Prevalence of HIV-1 DNA and p24 antigen in breast milk and correlation with maternal factors

Andrea J. Ruff, Jacqueline Coberly, Neal A. Halsey, Reginald Boulos, Julio Desormeaux, Ann Burnley, Delourdes Jules Joseph, Maureen McBrien, Thomas Quinn, Phyllis Losikoff, Katherine L. O’Brien, Marie Albert Louis, Homayoon Farzadegan

Research output: Contribution to journalArticlepeer-review

57 Scopus citations


Breast milk specimens from human immunodeficiency virus type 1 (HIV-1)-seropositive and HIV-1-seronegative women were examined for the presence of HIV-1 p24 antigen by the antigen capture method and for viral DNA using the polymerase chain reaction. HIV-1 DNA was present in 70% of milk specimens collected from 47 HIV-seropositive women 0-4 days after delivery and in 50% of specimens collected 6 and 12 months postpartum. p24 antigen, present in 24% of milk specimens collected from 37 seropositive women within the first 4 days postpartum, was not detected in any of the subsequent specimens. The presence of HIV-1 DNA or p24 antigen in milk was not significantly associated with maternal CD4 lymphocyte count, β2-microglobulin level, or fulfillment of the AIDS clinical case definition. Although the correlation of either HIV-1 pro viral DNA or p24 antigen with the presence of infectious virus is not known, these data indicate the need for additional studies examining the role of breastfeeding in maternal-infant transmission of HIV-1.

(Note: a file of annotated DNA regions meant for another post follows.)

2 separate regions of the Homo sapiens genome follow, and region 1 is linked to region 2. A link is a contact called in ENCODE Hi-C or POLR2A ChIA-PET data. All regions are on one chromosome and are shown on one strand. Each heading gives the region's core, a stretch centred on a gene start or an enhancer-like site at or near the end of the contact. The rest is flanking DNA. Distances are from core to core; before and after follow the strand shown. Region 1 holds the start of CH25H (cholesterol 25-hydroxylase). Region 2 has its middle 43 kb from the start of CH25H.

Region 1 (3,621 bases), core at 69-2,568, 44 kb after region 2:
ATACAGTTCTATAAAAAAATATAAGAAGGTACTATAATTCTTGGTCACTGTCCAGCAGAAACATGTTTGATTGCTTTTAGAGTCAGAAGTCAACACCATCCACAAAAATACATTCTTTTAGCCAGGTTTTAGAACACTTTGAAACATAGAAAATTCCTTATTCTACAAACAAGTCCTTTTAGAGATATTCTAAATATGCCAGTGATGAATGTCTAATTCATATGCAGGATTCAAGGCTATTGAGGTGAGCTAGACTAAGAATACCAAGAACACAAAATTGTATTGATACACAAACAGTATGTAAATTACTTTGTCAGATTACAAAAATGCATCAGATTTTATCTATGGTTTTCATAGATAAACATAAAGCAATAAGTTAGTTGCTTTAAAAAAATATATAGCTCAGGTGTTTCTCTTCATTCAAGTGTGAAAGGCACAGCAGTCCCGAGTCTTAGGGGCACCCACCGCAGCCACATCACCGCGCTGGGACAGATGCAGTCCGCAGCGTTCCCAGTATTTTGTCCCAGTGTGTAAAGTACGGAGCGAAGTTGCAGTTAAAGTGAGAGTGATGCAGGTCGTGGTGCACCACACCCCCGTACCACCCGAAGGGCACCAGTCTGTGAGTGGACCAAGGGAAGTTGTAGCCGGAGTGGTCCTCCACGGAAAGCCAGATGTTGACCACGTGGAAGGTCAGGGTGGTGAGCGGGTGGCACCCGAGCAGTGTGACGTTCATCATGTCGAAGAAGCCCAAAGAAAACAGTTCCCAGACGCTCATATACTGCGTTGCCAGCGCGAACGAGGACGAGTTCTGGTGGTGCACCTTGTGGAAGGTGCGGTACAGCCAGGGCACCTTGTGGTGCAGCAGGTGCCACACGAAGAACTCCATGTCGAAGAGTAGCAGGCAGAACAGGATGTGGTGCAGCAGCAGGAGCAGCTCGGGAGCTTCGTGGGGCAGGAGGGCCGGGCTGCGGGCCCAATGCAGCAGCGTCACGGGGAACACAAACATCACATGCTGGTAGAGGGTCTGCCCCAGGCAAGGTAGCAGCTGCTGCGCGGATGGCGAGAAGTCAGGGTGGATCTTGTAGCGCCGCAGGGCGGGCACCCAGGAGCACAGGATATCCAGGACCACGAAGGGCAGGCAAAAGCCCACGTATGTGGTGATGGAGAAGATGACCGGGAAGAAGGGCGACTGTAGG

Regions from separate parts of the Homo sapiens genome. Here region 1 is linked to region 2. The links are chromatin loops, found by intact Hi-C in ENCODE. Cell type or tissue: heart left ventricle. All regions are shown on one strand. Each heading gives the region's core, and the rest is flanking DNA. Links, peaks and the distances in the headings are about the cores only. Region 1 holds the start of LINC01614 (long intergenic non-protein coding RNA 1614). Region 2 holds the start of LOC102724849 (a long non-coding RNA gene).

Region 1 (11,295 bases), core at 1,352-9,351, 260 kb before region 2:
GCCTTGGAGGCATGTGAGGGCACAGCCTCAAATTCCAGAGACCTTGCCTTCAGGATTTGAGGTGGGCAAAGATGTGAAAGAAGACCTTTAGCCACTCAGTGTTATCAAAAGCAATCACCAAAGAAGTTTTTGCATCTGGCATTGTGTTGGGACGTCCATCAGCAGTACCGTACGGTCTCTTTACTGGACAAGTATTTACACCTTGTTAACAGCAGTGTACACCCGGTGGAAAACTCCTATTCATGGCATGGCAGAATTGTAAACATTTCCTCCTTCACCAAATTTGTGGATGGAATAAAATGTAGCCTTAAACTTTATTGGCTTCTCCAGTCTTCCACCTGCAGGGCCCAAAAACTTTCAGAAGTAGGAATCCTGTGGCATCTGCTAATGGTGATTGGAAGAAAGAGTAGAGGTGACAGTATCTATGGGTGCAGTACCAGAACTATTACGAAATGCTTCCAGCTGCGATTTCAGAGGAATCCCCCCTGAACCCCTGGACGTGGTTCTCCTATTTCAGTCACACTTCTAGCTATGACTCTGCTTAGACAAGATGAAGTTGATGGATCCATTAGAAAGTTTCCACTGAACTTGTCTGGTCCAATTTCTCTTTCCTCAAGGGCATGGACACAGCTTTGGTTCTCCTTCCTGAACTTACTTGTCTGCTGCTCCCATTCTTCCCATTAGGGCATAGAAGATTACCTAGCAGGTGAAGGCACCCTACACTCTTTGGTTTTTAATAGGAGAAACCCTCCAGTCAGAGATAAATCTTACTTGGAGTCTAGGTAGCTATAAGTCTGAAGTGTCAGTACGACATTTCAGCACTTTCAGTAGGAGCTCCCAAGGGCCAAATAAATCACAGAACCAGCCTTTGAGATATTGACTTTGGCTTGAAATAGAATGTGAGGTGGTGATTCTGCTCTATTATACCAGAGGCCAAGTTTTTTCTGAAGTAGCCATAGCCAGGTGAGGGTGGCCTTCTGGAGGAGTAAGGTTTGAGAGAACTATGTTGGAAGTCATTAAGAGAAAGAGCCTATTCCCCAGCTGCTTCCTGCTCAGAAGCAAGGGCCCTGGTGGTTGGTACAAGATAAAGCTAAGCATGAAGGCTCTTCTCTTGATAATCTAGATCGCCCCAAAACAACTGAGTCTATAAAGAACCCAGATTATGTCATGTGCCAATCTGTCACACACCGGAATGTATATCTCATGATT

Original languageEnglish (US)
Pages (from-to)68-73
Number of pages6
JournalJournal of Acquired Immune Deficiency Syndromes
Issue number1
StatePublished - Jan 1994


  • Breast milk
  • Breast-feeding
  • HIV-1 PCR
  • HIV-1 p24 antigen.
  • Maternal-infant HIV-1 transmission

ASJC Scopus subject areas

  • Infectious Diseases
  • Pharmacology (medical)


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